Much of the greatest sacred music that comes down to us from the Renaissance celebrates the Blessed Virgin Mary. She was (and continues to be) valued as an intermediary, one who sits in the presence of Christ in heaven and may intercede with him on our behalf. This ‘approachable’ quality helped inspire the many musical prayers and tributes to her which proliferated among medieval and Renaissance composers, and which continue to be written today.
Josquin, the 500th anniversary of whose death is commemorated this year, was one of the most admired and respected composers of his age. The Missa ‘Ave maris stella’ was widely known and very influential, a synthesis of the modern style of imitation between voices with the older style of basing music on a plainchant-derived melody or cantus firmus.
The chant which underpins this mass, Ave maris stella, was a well-known hymn, still regularly used in devotions to the Blessed Virgin Mary. Its distinctive opening motif, a rising perfect fifth, can be heard at the beginning of each movement of the mass. The chant hymn provides the basis for every section, and fragments can occasionally be heard in longer notes in the tenor part (harking back to the older tradition). The tenor sings the hymn tune in full during the Osanna. Peter Phillips notes the concision of Josquin’s method in the mass, using the four phrases of the hymn as units to be dispersed around the voice parts. He considers it ‘a model exercise in cantus firmus treatment, suggesting that Josquin was summing up all he knew about it at this point in his career, before moving on.’
Mary was the most common name for Jewish women of the first century. It is not surprising, therefore, to find other Maries mentioned in the gospel narratives. Francisco Guerrero’s motet Maria Magdalene et altera Maria was published in 1570, with a text drawn from various sources. Its first line introduces both the titular Mary and ‘the other Mary’ (the Mother of Jesus seems to be absent). The piece narrates the discovery by these Maries of the empty tomb on Easter Sunday, and their learning of Christ’s victory over death. It introduces us to the composer’s favored sonority: two equal soprano parts atop a smoothly expressive polyphony.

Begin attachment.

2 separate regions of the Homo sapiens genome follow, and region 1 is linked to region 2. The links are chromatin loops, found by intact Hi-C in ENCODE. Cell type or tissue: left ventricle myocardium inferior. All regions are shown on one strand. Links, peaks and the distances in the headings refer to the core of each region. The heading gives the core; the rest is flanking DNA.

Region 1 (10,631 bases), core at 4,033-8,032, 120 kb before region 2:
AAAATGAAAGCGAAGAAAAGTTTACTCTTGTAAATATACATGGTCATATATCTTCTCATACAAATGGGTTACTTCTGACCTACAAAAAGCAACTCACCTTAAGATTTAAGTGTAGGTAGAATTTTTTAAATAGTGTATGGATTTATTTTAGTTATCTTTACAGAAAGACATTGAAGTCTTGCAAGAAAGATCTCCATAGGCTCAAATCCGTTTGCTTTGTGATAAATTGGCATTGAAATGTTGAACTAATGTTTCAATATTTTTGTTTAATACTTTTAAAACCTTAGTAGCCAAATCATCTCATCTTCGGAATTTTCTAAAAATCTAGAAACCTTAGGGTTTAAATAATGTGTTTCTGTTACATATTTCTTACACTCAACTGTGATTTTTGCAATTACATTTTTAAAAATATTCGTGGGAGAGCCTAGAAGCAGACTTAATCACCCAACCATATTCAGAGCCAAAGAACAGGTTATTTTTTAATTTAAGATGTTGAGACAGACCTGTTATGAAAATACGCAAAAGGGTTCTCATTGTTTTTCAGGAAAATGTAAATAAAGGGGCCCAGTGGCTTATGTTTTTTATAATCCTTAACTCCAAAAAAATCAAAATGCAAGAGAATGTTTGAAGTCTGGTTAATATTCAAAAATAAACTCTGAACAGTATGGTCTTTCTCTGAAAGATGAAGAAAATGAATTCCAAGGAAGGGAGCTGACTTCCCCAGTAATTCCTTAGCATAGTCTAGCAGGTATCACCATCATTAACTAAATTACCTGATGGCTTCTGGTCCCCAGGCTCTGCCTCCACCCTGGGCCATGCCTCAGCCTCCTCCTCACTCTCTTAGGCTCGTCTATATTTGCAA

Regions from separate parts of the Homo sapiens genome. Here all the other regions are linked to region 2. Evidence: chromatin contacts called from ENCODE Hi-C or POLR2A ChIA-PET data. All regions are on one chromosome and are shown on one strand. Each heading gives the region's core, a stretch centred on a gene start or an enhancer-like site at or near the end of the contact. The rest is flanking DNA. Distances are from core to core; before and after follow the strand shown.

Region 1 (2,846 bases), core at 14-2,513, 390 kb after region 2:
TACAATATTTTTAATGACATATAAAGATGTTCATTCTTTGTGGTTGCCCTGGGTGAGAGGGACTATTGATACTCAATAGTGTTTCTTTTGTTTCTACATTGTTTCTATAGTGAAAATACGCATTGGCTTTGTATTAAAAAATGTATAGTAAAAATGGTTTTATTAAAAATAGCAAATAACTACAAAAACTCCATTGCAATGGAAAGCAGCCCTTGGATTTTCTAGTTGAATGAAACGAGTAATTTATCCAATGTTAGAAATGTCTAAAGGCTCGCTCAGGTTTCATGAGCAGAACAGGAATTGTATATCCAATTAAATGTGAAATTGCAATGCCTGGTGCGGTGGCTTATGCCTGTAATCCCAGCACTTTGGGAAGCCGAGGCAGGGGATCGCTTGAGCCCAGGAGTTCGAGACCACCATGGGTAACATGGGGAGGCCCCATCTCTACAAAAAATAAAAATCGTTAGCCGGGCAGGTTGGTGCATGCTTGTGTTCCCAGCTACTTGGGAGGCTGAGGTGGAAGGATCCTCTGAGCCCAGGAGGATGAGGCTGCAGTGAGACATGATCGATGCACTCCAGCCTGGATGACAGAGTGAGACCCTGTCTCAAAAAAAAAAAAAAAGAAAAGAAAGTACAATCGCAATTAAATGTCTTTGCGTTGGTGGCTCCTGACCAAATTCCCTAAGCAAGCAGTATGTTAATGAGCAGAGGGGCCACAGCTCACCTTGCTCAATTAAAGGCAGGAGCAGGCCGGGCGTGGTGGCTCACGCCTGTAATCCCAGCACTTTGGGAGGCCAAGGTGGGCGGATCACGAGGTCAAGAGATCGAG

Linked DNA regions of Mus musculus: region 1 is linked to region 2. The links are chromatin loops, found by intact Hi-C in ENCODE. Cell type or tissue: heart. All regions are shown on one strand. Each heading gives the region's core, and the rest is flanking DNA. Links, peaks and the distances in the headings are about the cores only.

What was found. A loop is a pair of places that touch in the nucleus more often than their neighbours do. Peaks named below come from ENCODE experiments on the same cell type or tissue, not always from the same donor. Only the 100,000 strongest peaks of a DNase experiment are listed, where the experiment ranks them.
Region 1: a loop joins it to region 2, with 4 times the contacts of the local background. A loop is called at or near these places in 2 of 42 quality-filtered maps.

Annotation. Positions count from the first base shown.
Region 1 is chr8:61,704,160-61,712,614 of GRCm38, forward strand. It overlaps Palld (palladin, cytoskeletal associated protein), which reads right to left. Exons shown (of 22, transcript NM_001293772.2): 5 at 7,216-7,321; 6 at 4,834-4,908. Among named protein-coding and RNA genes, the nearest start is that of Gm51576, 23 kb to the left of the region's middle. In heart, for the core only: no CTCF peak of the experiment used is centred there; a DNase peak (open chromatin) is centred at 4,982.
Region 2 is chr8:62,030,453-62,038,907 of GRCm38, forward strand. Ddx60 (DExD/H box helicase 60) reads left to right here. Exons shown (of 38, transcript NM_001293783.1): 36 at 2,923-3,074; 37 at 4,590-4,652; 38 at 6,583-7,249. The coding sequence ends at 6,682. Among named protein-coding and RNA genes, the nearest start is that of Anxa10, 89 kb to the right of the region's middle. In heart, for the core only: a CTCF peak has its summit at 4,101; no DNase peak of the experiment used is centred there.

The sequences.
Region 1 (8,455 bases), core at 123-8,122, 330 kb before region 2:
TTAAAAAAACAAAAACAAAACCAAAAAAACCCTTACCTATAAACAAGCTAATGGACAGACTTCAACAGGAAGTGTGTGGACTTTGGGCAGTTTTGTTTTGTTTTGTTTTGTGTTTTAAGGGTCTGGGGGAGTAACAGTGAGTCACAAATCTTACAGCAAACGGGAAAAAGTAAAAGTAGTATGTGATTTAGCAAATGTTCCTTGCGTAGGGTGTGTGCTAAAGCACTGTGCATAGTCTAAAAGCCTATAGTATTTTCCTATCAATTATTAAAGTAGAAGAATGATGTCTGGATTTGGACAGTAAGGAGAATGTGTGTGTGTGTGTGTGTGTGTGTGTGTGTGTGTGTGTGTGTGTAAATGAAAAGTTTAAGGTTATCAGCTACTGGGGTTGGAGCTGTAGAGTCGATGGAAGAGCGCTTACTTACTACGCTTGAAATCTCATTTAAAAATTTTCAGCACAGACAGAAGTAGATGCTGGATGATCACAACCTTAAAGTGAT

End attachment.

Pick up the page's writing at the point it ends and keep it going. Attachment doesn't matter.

Ave virgo sanctissima is today one of Guerrero’s best-known motets. Perhaps this is due to the easy and flowing way in which he embeds a canon in the two soprano parts, giving the motet a meditative, eternal quality which is sustained until its final moments. There are other delights for the attentive contemporary listener, who would have recognized a quotation of the distinctive four-note beginning of the Salve regina antiphon, prompted by the occurrence of the word Salve.
Mary has also attracted devotions via her recorded apparitions to the faithful. One such appearance occurred in Mexico in the sixteenth century, causing a shrine to be established to Our Lady of Guadalupe. She is the subject of Arvo Pärt’s Virgencita, written by the contemporary Estonian composer as a ‘present’ to the people of Mexico in advance of a visit there. “The happy anticipation of being in Mexico very soon and the name Guadalupe left me no peace,” he wrote. Pärt treats his subject with the utmost reverence, establishing a chordal sonority of gentle dissonance, building towards an impassioned climax before subsiding.
In his day, Heinrich Isaac held a preeminence second only to Josquin. By 1507, he was in the employ of Maximilian, who was presently to be crowned Holy Roman Emperor. The motet Virgo prudentissima was designed to demonstrate the soon-to-be Emperor’s piety and cast Mary as his heavenly supporter and advocate. The text, describing her as the ‘most wise Virgin’ combined with language from the Song of Songs, is matched by music of considerable ‘wisdom.’ It employs multiple internal canons in which three voices sing the same music at different times, and includes a number of musical puns to delight the learned listener. Isaac dials up the awe by interspersing complicated decorative passages with monumental, slow-moving chant. There is even a self-referential moment as the musicians mention their own participation in this heavenly endorsement. Finally, the words ut sol (‘as the sun’) provide an opportunity that Isaac could not resist: a musical pun in which the syllables can be set to their corresponding scale degrees.
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